By Rob Roper
Many of the businesses that deliver fossil-based heating fuels (oil, propane, natural gas, an kerosene) in Vermont are small, mom-and-pop operations. Some, as describe by Matt Cota of the Vermont Fuel Dealers Association, are just one person “with a truck and a cell phone.” These companies exist on the margins of financial viability. The “clean heat standard” now being contemplated by the Legislature as part of the Global Warming Solutions Act will drive many these fuel dealers out of business — and where will that leave their customers?
Testifying before the House Energy & Technology Committee, Paul Beauregard, of OnSite Propane, put it bluntly: “There are a lot of us out there who are smaller providers in the marketplace, and your clean heat credits will put us out of business. We’ll be out of business day one. And those people serve, I would say, twenty-five percent of the market … we’ll just be gone. And it will literally leave tens of thousands of Vermonters scrambling immediately to find a provider.” (YouTube, 2/2/22)
Beauregard’s company employs six people and serves about 1,600 homes. The average fuel dealer, he said, serves about 2,000 homes, and if one-third to one-half of those businesses close down because of the Global Warming Solutions Act, it would mean 60,000 to 100,000 Vermonters will be left “scrambling to find a new provider” (2/2/22) — which may not exist. The remaining suppliers in such a scenario do not have the capacity to absorb that many customers, and since the goal of the Global Warming Solutions Act is to eliminate in the not-too-distant future all fossil fuel use for heating, nobody in their right mind would invest in increasing their capacity to deliver fuels that will be de facto illegal in a decade. A lot of customers looking to stay warm through the winter may just be out of luck.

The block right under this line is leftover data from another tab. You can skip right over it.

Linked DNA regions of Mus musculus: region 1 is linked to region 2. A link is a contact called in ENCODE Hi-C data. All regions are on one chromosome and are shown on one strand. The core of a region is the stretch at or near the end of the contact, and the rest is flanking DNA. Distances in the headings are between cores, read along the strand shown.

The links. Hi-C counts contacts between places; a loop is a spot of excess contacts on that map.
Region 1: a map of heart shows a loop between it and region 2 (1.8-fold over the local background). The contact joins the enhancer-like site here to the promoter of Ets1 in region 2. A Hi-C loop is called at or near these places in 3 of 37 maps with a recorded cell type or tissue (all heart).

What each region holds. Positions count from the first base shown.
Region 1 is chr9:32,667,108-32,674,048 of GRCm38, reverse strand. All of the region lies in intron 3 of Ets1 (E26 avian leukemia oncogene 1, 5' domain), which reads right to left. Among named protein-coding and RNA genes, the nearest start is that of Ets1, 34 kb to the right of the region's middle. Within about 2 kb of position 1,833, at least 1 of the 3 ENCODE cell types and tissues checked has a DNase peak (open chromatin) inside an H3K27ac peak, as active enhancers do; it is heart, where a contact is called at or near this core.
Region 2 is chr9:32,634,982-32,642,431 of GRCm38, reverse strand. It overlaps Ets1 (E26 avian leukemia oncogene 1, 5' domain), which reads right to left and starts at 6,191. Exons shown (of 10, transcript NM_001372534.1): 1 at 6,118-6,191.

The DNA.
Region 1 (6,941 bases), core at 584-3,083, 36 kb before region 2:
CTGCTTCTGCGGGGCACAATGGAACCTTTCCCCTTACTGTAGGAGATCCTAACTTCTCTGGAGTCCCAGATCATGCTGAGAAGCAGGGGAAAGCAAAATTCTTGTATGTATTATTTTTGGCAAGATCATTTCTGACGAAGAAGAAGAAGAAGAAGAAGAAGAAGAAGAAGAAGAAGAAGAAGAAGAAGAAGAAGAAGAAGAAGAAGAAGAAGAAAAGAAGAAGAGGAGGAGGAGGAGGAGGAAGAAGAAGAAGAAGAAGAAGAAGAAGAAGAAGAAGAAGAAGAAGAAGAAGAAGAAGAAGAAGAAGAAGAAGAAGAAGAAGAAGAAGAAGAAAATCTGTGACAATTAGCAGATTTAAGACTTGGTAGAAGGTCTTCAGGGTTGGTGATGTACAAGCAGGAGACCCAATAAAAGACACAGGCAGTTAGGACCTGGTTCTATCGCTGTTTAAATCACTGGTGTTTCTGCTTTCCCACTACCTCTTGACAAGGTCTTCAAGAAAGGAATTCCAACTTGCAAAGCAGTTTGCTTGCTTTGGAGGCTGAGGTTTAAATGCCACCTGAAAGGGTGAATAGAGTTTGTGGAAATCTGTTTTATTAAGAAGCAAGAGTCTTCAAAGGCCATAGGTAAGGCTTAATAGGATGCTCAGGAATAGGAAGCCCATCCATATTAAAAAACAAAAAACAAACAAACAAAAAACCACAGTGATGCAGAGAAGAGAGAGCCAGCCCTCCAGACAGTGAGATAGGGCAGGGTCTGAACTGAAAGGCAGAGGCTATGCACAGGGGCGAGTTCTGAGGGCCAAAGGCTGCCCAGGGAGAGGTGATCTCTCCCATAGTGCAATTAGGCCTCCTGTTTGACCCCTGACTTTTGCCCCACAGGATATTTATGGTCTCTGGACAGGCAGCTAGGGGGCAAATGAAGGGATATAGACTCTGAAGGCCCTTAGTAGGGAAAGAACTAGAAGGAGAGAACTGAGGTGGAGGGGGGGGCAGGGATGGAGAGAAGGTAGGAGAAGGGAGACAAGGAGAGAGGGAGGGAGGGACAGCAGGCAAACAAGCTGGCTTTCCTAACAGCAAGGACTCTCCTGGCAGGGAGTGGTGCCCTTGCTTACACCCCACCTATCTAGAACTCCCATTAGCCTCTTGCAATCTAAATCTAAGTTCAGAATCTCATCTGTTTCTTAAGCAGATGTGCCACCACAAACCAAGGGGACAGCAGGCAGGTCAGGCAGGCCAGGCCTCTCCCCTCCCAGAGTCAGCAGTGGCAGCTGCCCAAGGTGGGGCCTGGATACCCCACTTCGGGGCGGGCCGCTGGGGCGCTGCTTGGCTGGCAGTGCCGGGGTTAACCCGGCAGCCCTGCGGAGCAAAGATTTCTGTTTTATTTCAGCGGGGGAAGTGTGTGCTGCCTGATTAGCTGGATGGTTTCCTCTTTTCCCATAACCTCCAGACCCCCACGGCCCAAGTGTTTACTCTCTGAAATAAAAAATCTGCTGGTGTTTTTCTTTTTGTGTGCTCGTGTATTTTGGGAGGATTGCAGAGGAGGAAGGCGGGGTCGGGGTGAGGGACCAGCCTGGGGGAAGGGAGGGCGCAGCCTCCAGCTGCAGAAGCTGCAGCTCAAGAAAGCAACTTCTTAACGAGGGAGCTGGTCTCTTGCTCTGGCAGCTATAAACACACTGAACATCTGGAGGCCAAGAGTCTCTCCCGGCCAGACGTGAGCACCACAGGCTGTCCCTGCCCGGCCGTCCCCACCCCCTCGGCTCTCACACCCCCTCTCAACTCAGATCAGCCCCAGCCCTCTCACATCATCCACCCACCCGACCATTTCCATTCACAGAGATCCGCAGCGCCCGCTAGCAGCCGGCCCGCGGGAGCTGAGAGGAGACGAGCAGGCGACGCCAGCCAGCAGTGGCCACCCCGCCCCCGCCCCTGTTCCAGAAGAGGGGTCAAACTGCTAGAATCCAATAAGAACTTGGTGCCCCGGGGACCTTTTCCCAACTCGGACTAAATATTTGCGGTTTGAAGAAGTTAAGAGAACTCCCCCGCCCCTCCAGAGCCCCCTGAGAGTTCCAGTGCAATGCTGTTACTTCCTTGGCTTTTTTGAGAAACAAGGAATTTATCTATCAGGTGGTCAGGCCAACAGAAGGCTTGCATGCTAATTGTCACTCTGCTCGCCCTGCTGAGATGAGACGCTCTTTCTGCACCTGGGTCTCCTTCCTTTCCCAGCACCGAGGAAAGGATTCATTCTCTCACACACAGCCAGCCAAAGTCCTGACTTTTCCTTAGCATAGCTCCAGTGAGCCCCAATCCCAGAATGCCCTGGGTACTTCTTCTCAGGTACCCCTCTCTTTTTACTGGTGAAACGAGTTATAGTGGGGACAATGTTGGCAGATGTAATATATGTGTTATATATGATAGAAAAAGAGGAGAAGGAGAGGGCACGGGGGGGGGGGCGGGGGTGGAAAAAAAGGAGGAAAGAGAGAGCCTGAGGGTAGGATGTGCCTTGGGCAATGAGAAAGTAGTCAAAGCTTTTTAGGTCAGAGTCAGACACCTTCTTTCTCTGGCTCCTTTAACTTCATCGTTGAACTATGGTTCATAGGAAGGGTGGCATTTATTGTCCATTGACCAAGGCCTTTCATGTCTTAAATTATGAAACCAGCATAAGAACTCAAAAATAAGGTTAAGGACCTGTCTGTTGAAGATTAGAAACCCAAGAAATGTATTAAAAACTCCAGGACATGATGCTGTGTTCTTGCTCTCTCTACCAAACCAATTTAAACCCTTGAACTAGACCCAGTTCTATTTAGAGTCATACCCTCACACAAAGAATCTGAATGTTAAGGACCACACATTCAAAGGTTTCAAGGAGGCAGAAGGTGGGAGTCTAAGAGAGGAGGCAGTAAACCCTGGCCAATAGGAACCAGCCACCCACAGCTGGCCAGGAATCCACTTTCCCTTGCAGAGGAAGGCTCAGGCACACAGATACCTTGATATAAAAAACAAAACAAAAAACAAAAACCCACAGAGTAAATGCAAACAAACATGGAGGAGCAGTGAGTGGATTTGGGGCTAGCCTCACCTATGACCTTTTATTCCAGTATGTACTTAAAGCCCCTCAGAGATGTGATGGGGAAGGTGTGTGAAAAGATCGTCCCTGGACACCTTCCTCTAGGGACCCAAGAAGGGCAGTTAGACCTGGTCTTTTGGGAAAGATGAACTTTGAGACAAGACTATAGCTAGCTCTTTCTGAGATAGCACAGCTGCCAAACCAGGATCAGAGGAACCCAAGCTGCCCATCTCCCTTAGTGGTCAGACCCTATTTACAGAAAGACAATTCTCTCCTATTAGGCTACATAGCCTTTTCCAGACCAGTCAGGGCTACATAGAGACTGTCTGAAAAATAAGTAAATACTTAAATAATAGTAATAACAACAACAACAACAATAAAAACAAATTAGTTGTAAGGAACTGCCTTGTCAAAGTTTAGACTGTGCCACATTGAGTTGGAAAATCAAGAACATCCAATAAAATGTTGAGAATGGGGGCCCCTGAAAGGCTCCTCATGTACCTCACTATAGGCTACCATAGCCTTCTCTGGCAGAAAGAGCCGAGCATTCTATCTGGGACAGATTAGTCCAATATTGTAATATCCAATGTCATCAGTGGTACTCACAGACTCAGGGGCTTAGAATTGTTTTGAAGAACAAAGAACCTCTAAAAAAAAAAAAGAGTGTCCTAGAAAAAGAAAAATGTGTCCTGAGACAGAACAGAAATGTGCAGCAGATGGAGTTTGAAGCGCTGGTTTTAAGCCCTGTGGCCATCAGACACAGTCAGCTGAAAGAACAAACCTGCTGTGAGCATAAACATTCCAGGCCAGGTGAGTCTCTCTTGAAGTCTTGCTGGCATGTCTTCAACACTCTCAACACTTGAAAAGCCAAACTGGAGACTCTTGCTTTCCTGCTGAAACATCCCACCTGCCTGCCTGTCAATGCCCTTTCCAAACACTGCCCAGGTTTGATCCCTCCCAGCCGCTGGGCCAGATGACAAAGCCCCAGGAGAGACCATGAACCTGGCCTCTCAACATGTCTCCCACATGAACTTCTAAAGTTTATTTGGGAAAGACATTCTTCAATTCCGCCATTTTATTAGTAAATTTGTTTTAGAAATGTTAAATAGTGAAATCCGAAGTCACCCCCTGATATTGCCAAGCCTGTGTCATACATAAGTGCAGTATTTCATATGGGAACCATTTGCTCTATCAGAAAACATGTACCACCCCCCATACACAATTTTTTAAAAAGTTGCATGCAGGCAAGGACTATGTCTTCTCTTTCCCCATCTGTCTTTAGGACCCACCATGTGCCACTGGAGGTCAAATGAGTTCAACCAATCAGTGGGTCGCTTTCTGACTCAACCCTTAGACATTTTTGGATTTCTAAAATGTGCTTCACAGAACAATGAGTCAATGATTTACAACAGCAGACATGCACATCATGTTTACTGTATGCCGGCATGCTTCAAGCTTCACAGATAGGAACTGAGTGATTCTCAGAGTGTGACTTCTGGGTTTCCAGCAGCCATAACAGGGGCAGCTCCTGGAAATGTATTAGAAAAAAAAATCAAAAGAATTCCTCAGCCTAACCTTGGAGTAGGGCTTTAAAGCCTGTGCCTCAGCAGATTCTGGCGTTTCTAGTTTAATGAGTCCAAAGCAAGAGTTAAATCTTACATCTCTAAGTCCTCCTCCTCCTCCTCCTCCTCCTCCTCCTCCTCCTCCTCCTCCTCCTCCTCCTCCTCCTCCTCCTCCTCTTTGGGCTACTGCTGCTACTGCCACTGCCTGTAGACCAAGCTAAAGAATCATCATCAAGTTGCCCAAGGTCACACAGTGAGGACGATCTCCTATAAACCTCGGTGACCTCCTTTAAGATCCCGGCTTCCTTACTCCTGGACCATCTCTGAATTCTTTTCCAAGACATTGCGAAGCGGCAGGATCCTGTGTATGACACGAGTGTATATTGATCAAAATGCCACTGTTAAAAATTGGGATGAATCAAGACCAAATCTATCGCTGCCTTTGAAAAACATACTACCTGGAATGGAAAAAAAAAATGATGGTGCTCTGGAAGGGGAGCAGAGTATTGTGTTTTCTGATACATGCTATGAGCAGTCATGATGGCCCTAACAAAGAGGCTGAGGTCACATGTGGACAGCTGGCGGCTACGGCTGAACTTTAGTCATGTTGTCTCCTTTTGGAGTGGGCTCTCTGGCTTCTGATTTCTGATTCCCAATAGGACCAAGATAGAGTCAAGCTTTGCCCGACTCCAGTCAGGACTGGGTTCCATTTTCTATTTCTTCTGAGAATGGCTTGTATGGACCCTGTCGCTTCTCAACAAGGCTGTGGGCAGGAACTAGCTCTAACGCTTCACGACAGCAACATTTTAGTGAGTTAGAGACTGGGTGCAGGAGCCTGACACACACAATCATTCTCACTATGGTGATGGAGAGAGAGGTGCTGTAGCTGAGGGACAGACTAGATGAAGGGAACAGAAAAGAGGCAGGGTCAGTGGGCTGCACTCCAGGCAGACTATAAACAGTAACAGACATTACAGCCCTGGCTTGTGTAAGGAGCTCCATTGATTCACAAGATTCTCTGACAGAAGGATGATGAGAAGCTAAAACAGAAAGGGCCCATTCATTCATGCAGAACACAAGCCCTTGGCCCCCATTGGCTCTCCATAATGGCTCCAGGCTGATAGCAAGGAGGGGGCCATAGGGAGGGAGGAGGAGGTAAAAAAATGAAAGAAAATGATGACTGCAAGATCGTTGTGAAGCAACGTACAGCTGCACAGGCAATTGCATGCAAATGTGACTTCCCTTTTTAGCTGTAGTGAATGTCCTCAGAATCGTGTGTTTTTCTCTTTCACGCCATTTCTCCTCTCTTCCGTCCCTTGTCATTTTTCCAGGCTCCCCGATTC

But, at the same time, the goal of the Global Warming Solutions Act is to switch homes and businesses over to electric heating options, such as cold climate heat pumps, and in many cases will provide subsidies for those who wish to do so. So, if you can’t find fuel for your old heating system, just get a new one!
The problem here — especially for those Vermonters who can no longer find anyone to deliver them oil or propane, etc. — is that there is not a labor force in Vermont capable of installing heat pumps fast enough to retrofit all those homes. Even if all goes according the best laid plans of the Climate Council, they admit meeting their goals for electrification of the home heating sector will require a five-fold increase in the labor force. And let’s be realistic, that is not going to happen.
So, what our Legislature is doing here is destroying the old home heating business model before the new government approved system can realistically take its place — if it ever can. The consequence of this is that we could see a significant number of Vermonters who don’t have access to any working heating source for an extended period of time. This doesn’t seem like a solid policy decision for a place with six months of winter.